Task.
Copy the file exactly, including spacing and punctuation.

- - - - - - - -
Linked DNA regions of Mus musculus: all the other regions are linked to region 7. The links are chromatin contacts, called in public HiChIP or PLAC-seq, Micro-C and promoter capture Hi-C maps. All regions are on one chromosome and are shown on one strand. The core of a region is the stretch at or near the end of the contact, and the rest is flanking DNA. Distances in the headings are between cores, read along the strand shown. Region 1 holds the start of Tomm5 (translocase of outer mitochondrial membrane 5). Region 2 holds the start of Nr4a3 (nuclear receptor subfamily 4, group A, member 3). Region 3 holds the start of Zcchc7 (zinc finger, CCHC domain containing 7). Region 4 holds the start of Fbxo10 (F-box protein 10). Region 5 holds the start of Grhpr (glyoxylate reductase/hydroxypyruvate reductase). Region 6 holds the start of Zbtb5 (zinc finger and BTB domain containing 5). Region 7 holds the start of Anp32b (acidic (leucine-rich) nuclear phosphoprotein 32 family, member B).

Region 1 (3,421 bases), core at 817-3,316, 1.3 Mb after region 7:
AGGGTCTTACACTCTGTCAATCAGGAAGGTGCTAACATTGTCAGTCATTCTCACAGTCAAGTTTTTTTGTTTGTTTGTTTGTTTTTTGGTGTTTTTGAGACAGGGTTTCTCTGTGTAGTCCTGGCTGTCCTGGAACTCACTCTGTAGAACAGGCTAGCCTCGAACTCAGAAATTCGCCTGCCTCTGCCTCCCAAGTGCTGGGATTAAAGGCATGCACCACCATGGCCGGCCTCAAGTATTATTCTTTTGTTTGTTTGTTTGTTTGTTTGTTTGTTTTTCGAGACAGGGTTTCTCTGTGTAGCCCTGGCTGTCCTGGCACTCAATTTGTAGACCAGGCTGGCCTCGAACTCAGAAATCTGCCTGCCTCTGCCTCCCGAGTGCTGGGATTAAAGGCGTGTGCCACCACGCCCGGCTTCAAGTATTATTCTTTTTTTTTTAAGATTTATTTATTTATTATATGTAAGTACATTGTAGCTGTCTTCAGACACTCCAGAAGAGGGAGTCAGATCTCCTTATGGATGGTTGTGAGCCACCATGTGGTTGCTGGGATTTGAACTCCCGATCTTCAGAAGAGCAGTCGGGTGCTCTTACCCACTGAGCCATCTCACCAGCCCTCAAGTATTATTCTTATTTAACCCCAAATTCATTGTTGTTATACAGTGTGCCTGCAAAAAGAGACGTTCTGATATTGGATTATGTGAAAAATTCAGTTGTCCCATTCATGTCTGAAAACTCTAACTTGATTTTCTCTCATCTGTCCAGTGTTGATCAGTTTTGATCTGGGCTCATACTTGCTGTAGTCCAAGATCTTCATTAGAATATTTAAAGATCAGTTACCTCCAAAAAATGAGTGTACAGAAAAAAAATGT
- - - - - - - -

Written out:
Linked DNA regions of Mus musculus: all the other regions are linked to region 7. The links are chromatin contacts, called in public HiChIP or PLAC-seq, Micro-C and promoter capture Hi-C maps. All regions are on one chromosome and are shown on one strand. The core of a region is the stretch at or near the end of the contact, and the rest is flanking DNA. Distances in the headings are between cores, read along the strand shown. Region 1 holds the start of Tomm5 (translocase of outer mitochondrial membrane 5). Region 2 holds the start of Nr4a3 (nuclear receptor subfamily 4, group A, member 3). Region 3 holds the start of Zcchc7 (zinc finger, CCHC domain containing 7). Region 4 holds the start of Fbxo10 (F-box protein 10). Region 5 holds the start of Grhpr (glyoxylate reductase/hydroxypyruvate reductase). Region 6 holds the start of Zbtb5 (zinc finger and BTB domain containing 5). Region 7 holds the start of Anp32b (acidic (leucine-rich) nuclear phosphoprotein 32 family, member B).

Region 1 (3,421 bases), core at 817-3,316, 1.3 Mb after region 7:
AGGGTCTTACACTCTGTCAATCAGGAAGGTGCTAACATTGTCAGTCATTCTCACAGTCAAGTTTTTTTGTTTGTTTGTTTGTTTTTTGGTGTTTTTGAGACAGGGTTTCTCTGTGTAGTCCTGGCTGTCCTGGAACTCACTCTGTAGAACAGGCTAGCCTCGAACTCAGAAATTCGCCTGCCTCTGCCTCCCAAGTGCTGGGATTAAAGGCATGCACCACCATGGCCGGCCTCAAGTATTATTCTTTTGTTTGTTTGTTTGTTTGTTTGTTTGTTTTTCGAGACAGGGTTTCTCTGTGTAGCCCTGGCTGTCCTGGCACTCAATTTGTAGACCAGGCTGGCCTCGAACTCAGAAATCTGCCTGCCTCTGCCTCCCGAGTGCTGGGATTAAAGGCGTGTGCCACCACGCCCGGCTTCAAGTATTATTCTTTTTTTTTTAAGATTTATTTATTTATTATATGTAAGTACATTGTAGCTGTCTTCAGACACTCCAGAAGAGGGAGTCAGATCTCCTTATGGATGGTTGTGAGCCACCATGTGGTTGCTGGGATTTGAACTCCCGATCTTCAGAAGAGCAGTCGGGTGCTCTTACCCACTGAGCCATCTCACCAGCCCTCAAGTATTATTCTTATTTAACCCCAAATTCATTGTTGTTATACAGTGTGCCTGCAAAAAGAGACGTTCTGATATTGGATTATGTGAAAAATTCAGTTGTCCCATTCATGTCTGAAAACTCTAACTTGATTTTCTCTCATCTGTCCAGTGTTGATCAGTTTTGATCTGGGCTCATACTTGCTGTAGTCCAAGATCTTCATTAGAATATTTAAAGATCAGTTACCTCCAAAAAATGAGTGTACAGAAAAAAAATGT